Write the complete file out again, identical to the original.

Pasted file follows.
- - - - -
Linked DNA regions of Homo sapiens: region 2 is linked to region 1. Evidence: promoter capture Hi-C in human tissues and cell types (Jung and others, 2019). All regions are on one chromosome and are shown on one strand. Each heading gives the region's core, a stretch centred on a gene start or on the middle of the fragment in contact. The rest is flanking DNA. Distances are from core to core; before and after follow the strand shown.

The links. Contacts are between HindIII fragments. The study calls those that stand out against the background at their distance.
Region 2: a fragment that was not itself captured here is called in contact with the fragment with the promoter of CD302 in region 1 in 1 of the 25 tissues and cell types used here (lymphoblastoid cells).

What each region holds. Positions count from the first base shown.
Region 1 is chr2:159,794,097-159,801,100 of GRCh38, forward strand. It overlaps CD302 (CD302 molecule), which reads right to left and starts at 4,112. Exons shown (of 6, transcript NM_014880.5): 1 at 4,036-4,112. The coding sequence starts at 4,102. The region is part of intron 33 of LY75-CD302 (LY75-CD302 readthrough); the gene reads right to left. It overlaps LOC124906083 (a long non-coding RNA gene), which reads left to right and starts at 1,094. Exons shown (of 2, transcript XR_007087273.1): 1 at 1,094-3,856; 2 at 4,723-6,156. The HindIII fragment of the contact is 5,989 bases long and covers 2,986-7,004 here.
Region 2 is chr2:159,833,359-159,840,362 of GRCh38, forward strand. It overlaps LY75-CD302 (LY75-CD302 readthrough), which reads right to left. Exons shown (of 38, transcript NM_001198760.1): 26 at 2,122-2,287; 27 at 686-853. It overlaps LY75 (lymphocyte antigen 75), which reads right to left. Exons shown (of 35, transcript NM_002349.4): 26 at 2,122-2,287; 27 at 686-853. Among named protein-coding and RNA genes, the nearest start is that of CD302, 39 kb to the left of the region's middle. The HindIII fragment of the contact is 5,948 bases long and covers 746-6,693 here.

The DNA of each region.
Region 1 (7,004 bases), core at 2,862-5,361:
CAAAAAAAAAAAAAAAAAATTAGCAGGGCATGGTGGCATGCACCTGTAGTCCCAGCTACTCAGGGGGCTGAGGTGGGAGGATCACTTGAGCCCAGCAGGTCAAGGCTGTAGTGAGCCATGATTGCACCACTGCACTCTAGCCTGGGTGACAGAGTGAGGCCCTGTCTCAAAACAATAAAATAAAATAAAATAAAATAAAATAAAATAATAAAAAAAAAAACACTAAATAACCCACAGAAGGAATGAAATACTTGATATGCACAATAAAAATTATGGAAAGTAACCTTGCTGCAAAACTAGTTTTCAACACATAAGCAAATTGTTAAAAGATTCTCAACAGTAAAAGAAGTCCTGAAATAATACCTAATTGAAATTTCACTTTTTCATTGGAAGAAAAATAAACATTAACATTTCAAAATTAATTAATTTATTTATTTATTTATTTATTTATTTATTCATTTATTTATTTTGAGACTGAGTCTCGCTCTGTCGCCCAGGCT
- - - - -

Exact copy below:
Linked DNA regions of Homo sapiens: region 2 is linked to region 1. Evidence: promoter capture Hi-C in human tissues and cell types (Jung and others, 2019). All regions are on one chromosome and are shown on one strand. Each heading gives the region's core, a stretch centred on a gene start or on the middle of the fragment in contact. The rest is flanking DNA. Distances are from core to core; before and after follow the strand shown.

The links. Contacts are between HindIII fragments. The study calls those that stand out against the background at their distance.
Region 2: a fragment that was not itself captured here is called in contact with the fragment with the promoter of CD302 in region 1 in 1 of the 25 tissues and cell types used here (lymphoblastoid cells).

What each region holds. Positions count from the first base shown.
Region 1 is chr2:159,794,097-159,801,100 of GRCh38, forward strand. It overlaps CD302 (CD302 molecule), which reads right to left and starts at 4,112. Exons shown (of 6, transcript NM_014880.5): 1 at 4,036-4,112. The coding sequence starts at 4,102. The region is part of intron 33 of LY75-CD302 (LY75-CD302 readthrough); the gene reads right to left. It overlaps LOC124906083 (a long non-coding RNA gene), which reads left to right and starts at 1,094. Exons shown (of 2, transcript XR_007087273.1): 1 at 1,094-3,856; 2 at 4,723-6,156. The HindIII fragment of the contact is 5,989 bases long and covers 2,986-7,004 here.
Region 2 is chr2:159,833,359-159,840,362 of GRCh38, forward strand. It overlaps LY75-CD302 (LY75-CD302 readthrough), which reads right to left. Exons shown (of 38, transcript NM_001198760.1): 26 at 2,122-2,287; 27 at 686-853. It overlaps LY75 (lymphocyte antigen 75), which reads right to left. Exons shown (of 35, transcript NM_002349.4): 26 at 2,122-2,287; 27 at 686-853. Among named protein-coding and RNA genes, the nearest start is that of CD302, 39 kb to the left of the region's middle. The HindIII fragment of the contact is 5,948 bases long and covers 746-6,693 here.

The DNA of each region.
Region 1 (7,004 bases), core at 2,862-5,361:
CAAAAAAAAAAAAAAAAAATTAGCAGGGCATGGTGGCATGCACCTGTAGTCCCAGCTACTCAGGGGGCTGAGGTGGGAGGATCACTTGAGCCCAGCAGGTCAAGGCTGTAGTGAGCCATGATTGCACCACTGCACTCTAGCCTGGGTGACAGAGTGAGGCCCTGTCTCAAAACAATAAAATAAAATAAAATAAAATAAAATAAAATAATAAAAAAAAAAACACTAAATAACCCACAGAAGGAATGAAATACTTGATATGCACAATAAAAATTATGGAAAGTAACCTTGCTGCAAAACTAGTTTTCAACACATAAGCAAATTGTTAAAAGATTCTCAACAGTAAAAGAAGTCCTGAAATAATACCTAATTGAAATTTCACTTTTTCATTGGAAGAAAAATAAACATTAACATTTCAAAATTAATTAATTTATTTATTTATTTATTTATTTATTTATTCATTTATTTATTTTGAGACTGAGTCTCGCTCTGTCGCCCAGGCT